Day Trip to Bardstown
Bardstown is less than an hour south of Louisville, and there is so much to do there for a day or weekend trip! We recently went down to Bardstown on a beautiful, sunny day, and decided to mix some fun with some education and exercise.
What is there to do on a day trip to Bardstown?
On your day trip to Bardstown, there are four war museums in Bardstown that are all able to be visited from one, low ticket price: Old Bardstown Village, Civil War Museum, Military Museum, and Museum of Women in the Civil War.
These small museums were very well-organized and FULL of interesting artifacts and exhibits. I was shocked how much was in each location.
First, enter the Civil War Museum where you buy your admission for all four museums. You buy your ticket in the gift shop (the only gift shop for all four sites). Hold onto your receipt to show as proof of admission at the four locations, and it gives you admission to the museums the following day as well!
In the Civil War Museum, your kids will love looking at the cannons, artifacts, and mannequins (even horse mannequins), showing off different uniforms, guns, and everyday use items from the Civil War.
Then walk across the parking lot and down the stairs to the Old Bardstown Village. The Old Bardstown Village is a collection of ten original 18th and 19th Century log structures that form a Colonial period settlement. You can go into each of the ten structures and look at replicas of the period furniture, artifacts, and read about the type of people who would have originally lived and worked in each. The cabins are surrounded by grass and running water – it’s very peaceful.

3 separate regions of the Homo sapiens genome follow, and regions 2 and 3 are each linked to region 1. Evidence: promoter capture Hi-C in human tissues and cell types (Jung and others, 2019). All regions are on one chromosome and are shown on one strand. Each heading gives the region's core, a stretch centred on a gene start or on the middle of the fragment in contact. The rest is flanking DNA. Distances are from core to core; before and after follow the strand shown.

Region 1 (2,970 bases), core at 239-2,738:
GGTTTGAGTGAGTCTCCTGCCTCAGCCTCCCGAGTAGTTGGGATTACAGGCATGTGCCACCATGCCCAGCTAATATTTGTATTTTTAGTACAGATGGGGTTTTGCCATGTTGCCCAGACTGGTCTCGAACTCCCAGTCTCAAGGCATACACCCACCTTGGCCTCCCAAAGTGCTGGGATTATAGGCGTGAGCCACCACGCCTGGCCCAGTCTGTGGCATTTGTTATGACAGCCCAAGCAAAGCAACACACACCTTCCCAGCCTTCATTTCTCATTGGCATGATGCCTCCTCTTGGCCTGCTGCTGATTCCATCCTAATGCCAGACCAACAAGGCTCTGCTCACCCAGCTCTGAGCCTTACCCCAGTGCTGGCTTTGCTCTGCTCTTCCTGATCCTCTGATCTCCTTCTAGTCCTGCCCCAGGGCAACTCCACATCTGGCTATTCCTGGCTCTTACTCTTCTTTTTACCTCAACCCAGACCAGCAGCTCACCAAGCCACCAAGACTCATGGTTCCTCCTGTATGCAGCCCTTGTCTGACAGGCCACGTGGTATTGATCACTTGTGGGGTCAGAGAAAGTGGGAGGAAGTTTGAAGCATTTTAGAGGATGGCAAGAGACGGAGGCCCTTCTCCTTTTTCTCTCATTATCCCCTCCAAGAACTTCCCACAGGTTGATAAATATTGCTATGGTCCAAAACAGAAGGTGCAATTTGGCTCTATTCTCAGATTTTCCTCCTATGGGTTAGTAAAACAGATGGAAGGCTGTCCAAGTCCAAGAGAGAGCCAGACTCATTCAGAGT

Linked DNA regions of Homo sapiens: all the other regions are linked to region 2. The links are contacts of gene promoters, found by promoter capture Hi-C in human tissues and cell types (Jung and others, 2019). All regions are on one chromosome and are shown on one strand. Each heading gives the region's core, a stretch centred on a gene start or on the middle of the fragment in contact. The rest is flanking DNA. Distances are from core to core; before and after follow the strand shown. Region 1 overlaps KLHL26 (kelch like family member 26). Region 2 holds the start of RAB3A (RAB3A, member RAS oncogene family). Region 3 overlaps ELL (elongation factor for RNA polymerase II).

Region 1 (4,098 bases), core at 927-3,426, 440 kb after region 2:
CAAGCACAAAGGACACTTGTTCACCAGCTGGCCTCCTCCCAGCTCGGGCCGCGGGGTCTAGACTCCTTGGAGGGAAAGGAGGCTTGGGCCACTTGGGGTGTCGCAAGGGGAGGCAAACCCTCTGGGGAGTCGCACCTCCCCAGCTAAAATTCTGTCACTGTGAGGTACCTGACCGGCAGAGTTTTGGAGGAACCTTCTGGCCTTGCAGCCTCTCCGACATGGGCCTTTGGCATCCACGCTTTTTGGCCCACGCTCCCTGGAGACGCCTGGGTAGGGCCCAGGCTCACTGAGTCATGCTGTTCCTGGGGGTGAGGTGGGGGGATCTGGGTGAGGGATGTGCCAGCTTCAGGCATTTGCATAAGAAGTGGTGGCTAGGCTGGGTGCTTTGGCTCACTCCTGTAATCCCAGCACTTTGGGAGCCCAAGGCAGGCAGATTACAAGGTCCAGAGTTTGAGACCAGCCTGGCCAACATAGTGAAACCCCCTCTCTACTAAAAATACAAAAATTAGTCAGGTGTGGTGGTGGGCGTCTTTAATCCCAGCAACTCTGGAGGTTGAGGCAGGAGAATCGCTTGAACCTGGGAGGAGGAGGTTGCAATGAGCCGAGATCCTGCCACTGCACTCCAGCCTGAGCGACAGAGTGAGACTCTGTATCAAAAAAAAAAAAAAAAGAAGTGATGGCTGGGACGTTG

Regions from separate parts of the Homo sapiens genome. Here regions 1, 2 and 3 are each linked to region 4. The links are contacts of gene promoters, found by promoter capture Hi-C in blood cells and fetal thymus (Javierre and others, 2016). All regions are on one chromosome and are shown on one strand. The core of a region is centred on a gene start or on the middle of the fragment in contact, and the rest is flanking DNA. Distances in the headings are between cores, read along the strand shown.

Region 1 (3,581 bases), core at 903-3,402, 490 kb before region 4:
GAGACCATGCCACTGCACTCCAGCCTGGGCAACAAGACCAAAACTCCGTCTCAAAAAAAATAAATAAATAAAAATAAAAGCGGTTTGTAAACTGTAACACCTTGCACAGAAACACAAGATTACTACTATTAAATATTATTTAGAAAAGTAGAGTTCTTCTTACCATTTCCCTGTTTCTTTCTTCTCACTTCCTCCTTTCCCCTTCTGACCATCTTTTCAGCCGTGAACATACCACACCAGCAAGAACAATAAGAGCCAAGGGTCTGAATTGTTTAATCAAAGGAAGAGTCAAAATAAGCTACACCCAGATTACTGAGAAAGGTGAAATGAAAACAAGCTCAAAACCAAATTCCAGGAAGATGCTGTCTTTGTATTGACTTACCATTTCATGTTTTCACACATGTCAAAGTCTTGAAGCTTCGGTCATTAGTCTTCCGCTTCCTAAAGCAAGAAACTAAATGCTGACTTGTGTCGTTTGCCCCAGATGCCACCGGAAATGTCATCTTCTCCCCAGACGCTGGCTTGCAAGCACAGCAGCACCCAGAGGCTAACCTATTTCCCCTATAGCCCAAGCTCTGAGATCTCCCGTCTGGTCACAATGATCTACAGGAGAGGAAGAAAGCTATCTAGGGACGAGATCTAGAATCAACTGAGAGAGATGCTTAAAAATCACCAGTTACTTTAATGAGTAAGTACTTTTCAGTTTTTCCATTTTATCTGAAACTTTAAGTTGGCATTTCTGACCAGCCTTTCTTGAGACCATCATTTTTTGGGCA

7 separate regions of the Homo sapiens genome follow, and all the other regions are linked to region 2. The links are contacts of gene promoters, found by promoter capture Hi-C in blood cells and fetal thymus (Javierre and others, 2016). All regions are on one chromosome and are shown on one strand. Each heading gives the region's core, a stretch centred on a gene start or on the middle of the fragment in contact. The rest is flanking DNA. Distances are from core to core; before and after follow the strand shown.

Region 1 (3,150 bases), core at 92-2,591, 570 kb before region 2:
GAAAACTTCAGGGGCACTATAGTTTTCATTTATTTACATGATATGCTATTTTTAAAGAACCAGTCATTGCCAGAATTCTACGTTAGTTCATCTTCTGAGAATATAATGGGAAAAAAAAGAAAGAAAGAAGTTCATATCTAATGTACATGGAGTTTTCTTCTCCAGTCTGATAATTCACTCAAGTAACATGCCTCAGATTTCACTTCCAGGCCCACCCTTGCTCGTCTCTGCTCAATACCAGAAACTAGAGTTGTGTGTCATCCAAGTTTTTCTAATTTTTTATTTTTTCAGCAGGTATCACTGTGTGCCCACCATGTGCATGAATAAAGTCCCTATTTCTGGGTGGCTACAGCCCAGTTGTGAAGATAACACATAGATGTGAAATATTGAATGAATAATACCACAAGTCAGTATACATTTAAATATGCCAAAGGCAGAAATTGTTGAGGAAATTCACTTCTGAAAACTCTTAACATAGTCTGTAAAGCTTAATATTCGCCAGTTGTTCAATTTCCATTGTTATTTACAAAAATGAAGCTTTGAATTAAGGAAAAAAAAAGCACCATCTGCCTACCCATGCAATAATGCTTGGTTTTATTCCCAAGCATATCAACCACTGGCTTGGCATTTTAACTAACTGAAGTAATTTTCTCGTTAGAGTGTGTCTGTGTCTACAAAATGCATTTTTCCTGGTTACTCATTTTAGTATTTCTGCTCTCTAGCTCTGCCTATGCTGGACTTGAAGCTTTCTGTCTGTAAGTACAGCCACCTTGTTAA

Across the street from The Civil War Museum is the Cobblestone Path. This is an amazing piece of history. This path is one of the oldest “paved” roads in Kentucky. It’s a very steep grade with uneven cobblestones. It’s hard to imagine it was the main route in and out of Bardstown at one time. Walk up to the bench at the top, and then you can make your way back down again and continue on your Museum visits.
Next is the The General Hal Moore Military Museum, dedicated to Bardstown native Lt. General Hal Moore, U.S. Army, Vietnam and Korean War Hero. This museum has sections of artifacts from every War the United States has participated in since the Revolutionary War. The exhibits in this Museum cover conflicts from the American Revolution to the Mid-East battles of today, and are centered on the contributions of the many Kentuckians who served.
Attached to the Military Museum is the Women’s Museum of the Civil War. It is one of a kind. The Women’s Museum chronicles the achievements of women of all backgrounds, races and creeds during the 1800’s and Civil War. Achievements in science, medicine, nursing, writing, journalism, civil rights, suffrage, the arts, military service and more. This museum does not have as many artifacts as the others, but as lots of interesting information.
Next we headed to the Welcome Center in the heart of Bardstown. There’s a great map there of local attractions, a self guided walking tour, and architecture and things of interest nearby. My kids enjoyed squeezing into the phone booth and standing on the Bardstown compass outside.